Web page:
what-is-an-msp-and-how-to-choose-the-right-one-1Malware attacks happen, even with the best security. Your network can go down for any number of reasons. When these things happen you want to know how your prospective MSP will react. Ask them what their incident response processes are and how they would respond if a situation like this arose with your IT. These situations can even cripple your reputation, customer base, and revenue if they are not handled well. In the worst-case scenario, it can even make you shut down your business.

Fortunately, a high-quality MSP should respond immediately. They will mitigate the risks as soon as possible to keep your organisation from crumbling.

They should have planned and practised incident response procedures that they can share with you to give you peace of mind. These should be clearly communicated so that you understand what will happen in such an event, and how your systems and staff will be effected. These plans should also ensure you know what part you need to play in a disaster scenario such as contacting insurance companies, communicating with your staff etc.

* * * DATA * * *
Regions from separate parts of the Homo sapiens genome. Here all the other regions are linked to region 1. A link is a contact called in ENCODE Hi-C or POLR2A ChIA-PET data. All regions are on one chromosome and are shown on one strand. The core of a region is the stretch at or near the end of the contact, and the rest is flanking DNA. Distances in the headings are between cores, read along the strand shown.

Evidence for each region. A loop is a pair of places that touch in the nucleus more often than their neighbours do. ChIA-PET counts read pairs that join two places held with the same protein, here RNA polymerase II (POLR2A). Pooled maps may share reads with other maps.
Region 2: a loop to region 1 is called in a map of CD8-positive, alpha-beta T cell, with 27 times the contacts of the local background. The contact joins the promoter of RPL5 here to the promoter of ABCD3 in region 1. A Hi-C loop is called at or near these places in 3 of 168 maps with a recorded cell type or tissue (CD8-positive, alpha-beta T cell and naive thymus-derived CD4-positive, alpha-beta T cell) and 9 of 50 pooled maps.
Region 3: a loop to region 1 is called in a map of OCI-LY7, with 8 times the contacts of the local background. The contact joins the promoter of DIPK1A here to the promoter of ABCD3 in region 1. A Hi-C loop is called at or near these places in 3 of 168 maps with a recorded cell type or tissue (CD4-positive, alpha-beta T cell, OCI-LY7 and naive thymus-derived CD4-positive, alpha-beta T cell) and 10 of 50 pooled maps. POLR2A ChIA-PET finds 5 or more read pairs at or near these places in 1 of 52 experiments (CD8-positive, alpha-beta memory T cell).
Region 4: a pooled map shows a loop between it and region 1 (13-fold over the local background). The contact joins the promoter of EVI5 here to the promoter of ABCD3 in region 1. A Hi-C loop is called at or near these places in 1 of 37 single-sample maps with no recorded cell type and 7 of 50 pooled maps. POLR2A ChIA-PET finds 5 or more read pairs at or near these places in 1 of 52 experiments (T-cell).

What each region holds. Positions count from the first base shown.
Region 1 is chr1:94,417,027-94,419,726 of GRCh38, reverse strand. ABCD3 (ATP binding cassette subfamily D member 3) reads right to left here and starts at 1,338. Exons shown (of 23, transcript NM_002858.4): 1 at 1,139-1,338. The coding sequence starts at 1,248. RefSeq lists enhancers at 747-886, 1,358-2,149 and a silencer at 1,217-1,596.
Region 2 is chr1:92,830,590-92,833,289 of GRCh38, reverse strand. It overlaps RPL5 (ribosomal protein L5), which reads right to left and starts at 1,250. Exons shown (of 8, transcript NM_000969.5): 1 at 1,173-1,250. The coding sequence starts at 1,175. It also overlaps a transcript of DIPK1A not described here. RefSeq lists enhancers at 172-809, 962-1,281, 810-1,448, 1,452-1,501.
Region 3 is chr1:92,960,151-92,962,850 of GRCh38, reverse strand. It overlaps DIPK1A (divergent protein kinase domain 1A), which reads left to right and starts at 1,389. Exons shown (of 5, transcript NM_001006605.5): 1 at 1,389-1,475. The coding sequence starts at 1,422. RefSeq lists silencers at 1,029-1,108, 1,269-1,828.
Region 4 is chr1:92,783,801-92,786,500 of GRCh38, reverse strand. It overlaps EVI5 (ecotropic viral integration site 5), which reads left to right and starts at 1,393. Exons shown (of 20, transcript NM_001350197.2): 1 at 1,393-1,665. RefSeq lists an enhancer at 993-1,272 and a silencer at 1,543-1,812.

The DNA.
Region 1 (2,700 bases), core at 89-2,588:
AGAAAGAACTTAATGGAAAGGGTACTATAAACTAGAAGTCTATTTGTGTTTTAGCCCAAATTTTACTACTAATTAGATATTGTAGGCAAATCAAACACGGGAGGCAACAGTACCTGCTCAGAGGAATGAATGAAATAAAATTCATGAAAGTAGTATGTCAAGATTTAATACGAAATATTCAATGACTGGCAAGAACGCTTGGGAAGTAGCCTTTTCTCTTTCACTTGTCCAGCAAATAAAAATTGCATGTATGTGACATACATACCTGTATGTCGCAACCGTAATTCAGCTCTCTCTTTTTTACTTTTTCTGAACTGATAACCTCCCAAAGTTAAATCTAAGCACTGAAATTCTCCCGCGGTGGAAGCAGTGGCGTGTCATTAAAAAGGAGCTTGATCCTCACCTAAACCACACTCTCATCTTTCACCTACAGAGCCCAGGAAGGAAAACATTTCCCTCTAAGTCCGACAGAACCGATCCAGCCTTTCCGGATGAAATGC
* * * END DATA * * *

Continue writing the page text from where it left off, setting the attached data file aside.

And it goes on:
5. Training

A good MSP should provide a couple of different kinds of training.

Most will offer some form of cyber security training, and possibly Microsoft software training. This forms part of the cyber security defences that your MSP should offer to shore up your defences against cyber crime.

Another valuable form of training that a good MSP should provide is onboarding training for your staff. When you recruit someone new to your team you will undoubtedly go through an induction programme teaching them about your office, your ways of doing business, your health and safety requirements etc. Being able to use their computer is probably one of the most important aspects of their job, and almost certainly their computers will be one of their most used tools. Your prospective MSP should deliver tailored 1:2:1 onboarding sessions to teach new staff what they need to know, ensuring they have access to everything they need, and giving them an opportunity to ask questions. If your prospective partner doesn't offer this service it is asking if they can at least provide you with an induction video that can run staff through the generic setup of their computers, how to access your files, and use your tools. 

6. Security and backup